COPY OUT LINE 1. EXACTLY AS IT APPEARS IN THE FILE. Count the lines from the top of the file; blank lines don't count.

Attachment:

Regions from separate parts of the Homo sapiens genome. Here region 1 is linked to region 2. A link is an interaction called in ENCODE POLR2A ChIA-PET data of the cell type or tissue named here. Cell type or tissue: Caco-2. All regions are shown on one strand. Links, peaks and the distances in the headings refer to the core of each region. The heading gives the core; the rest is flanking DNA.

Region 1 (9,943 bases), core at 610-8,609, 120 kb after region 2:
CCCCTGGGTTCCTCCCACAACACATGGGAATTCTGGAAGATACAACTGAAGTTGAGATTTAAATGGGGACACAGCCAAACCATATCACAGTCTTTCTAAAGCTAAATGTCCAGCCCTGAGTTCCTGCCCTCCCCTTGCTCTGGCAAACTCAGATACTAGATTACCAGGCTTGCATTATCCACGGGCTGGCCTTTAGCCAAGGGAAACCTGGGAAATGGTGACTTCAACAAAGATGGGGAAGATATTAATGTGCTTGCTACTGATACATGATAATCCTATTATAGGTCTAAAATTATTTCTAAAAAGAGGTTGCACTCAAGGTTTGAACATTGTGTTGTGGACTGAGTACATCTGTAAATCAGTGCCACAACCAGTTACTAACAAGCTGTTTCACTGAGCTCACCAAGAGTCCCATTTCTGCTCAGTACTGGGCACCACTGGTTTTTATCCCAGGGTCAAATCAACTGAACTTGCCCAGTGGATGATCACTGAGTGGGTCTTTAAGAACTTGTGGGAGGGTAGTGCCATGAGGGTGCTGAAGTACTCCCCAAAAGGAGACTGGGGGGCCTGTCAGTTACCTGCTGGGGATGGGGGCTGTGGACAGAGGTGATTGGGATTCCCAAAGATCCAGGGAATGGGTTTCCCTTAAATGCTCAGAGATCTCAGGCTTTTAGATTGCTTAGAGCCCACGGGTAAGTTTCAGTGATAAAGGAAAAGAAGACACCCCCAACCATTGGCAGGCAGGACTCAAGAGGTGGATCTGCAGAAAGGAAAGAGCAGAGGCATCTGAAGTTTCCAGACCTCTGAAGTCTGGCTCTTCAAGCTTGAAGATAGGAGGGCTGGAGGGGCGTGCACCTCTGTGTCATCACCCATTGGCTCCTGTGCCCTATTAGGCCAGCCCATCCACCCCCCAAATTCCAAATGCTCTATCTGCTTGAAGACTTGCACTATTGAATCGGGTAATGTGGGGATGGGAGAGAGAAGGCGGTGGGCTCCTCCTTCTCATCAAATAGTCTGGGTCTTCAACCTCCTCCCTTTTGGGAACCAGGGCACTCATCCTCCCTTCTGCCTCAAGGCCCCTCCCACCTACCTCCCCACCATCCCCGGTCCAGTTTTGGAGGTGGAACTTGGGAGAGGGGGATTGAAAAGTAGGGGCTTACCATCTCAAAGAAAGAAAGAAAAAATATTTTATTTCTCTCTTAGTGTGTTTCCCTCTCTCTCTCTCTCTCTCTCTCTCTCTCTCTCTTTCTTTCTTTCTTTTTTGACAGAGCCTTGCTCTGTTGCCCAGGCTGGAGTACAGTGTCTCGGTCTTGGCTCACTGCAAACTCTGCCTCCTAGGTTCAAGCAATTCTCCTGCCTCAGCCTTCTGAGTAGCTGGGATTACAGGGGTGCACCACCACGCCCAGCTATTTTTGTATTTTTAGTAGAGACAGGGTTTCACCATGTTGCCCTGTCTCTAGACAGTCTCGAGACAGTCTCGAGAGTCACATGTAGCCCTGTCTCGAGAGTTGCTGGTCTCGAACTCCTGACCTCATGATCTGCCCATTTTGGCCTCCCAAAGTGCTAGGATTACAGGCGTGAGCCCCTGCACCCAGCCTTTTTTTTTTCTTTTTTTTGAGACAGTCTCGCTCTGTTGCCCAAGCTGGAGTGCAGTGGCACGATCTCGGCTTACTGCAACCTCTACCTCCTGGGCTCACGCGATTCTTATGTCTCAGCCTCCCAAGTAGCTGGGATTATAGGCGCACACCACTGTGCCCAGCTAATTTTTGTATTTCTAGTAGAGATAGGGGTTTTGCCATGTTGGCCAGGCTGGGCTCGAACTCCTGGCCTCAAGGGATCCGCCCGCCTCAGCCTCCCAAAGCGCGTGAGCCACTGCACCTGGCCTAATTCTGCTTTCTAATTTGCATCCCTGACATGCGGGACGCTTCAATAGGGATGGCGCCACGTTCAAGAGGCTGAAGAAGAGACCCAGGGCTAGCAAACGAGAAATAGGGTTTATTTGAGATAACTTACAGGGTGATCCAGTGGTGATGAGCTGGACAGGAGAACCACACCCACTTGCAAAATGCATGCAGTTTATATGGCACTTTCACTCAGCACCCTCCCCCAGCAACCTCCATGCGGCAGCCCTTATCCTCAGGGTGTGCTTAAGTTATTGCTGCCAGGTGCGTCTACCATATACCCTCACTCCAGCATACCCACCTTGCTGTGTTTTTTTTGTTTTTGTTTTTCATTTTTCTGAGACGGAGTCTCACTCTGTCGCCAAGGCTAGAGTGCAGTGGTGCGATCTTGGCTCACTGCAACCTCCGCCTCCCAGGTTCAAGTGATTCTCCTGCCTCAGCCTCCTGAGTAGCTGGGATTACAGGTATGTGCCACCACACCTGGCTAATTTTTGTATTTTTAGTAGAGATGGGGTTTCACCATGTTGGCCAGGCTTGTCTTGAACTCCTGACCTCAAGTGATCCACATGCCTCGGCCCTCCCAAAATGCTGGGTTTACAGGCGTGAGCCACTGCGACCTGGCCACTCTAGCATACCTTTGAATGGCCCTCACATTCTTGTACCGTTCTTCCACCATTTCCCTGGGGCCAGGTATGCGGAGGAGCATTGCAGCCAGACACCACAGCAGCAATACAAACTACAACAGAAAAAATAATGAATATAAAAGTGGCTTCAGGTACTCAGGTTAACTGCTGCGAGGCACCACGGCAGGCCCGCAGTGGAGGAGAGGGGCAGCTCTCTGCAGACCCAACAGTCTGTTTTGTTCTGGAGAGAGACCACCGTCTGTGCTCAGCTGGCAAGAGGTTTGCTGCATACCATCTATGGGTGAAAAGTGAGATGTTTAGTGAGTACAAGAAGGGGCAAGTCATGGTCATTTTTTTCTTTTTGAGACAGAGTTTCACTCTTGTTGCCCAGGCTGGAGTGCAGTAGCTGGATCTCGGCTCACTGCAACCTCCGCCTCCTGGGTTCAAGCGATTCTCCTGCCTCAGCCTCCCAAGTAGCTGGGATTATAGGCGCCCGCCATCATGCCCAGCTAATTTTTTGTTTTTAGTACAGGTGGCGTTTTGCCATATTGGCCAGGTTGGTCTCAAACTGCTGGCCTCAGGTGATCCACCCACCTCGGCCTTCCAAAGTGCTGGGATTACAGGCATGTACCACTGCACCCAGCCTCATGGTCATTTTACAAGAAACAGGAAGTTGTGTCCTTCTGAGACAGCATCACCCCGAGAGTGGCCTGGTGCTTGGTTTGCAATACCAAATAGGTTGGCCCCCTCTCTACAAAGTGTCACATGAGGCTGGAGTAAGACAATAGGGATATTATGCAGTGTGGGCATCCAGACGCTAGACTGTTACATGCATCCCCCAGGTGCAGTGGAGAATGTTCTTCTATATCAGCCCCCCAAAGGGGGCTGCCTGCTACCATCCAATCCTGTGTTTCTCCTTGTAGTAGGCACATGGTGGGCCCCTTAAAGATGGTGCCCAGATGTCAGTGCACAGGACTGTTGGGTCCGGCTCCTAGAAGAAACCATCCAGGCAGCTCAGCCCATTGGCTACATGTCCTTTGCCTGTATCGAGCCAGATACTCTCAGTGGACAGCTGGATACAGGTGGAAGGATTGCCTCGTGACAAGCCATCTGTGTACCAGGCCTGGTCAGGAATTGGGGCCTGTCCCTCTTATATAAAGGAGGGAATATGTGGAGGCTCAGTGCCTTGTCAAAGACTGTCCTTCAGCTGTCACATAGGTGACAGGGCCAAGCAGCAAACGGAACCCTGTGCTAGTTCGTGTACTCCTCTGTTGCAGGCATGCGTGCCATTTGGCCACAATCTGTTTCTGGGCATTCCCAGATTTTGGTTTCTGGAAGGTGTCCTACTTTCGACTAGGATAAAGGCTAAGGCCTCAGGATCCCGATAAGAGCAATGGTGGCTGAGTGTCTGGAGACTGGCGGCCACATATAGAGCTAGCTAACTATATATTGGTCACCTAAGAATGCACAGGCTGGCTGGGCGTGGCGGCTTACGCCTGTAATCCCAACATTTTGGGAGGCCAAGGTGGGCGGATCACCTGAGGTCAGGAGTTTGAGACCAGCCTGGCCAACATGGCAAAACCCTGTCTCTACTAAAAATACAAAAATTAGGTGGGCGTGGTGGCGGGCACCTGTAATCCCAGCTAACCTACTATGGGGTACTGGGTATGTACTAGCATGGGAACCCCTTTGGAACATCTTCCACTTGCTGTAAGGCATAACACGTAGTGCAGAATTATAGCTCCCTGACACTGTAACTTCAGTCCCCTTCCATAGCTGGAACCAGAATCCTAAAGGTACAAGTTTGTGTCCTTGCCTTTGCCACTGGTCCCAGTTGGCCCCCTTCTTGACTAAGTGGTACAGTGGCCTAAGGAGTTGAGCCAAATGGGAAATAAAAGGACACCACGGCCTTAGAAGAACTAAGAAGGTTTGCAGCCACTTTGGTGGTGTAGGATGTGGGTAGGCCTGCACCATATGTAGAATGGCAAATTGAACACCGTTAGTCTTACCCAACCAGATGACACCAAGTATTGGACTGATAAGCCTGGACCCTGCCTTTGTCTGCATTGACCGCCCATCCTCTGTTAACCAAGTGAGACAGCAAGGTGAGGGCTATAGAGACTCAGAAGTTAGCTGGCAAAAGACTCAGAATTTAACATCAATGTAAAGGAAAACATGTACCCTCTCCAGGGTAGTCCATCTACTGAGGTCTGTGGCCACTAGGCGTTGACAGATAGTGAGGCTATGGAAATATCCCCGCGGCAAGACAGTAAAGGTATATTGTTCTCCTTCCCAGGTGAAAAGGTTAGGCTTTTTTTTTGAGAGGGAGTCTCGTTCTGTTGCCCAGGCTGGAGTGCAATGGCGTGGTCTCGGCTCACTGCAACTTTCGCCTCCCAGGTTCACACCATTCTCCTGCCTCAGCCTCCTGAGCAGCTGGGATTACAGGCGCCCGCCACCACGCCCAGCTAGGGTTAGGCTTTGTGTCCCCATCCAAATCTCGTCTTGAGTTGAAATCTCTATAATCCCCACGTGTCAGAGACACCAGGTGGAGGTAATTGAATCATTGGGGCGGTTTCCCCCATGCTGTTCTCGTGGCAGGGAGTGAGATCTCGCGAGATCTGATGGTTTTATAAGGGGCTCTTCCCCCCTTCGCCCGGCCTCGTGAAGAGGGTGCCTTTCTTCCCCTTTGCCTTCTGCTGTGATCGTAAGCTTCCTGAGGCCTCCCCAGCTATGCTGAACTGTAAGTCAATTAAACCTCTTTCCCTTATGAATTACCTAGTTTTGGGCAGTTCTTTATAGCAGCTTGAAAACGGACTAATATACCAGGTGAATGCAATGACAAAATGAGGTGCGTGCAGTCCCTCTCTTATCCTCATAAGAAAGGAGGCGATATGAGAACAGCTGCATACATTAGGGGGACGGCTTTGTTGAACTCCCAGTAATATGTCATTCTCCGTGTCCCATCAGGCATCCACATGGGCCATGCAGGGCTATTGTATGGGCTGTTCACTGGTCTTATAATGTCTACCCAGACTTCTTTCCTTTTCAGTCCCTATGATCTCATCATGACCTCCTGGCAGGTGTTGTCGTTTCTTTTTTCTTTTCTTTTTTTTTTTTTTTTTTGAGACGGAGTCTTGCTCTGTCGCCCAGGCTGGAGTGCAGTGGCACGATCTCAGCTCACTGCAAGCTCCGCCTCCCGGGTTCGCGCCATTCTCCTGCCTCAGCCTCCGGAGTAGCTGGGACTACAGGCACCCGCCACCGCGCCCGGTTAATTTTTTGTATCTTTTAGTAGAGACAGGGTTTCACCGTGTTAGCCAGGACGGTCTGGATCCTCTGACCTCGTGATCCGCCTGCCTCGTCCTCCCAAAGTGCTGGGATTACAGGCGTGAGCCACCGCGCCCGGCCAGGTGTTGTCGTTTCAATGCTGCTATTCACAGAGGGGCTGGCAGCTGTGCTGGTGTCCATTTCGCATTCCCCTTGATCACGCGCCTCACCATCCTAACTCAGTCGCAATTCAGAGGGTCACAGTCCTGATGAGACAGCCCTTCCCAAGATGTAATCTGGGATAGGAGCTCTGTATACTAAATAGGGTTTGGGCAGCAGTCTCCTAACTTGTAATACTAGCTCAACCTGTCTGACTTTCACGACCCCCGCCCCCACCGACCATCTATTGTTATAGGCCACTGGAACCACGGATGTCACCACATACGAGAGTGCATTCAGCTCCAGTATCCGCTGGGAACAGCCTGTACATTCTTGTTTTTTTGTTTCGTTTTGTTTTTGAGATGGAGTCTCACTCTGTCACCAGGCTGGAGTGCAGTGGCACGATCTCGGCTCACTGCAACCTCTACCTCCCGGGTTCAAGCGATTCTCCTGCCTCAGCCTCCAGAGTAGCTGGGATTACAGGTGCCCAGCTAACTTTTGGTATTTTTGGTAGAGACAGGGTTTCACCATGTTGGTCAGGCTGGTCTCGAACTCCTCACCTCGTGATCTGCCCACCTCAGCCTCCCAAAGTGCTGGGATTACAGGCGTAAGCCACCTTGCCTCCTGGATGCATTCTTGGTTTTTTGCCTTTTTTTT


Regions from separate parts of the Homo sapiens genome. Here region 1 is linked to region 2. A link is an interaction called in ENCODE POLR2A ChIA-PET data of the cell type or tissue named here. Cell type or tissue: Caco-2. All regions are shown on one strand. Links, peaks and the distances in the headings refer to the core of each region. The heading gives the core; the rest is flanking DNA.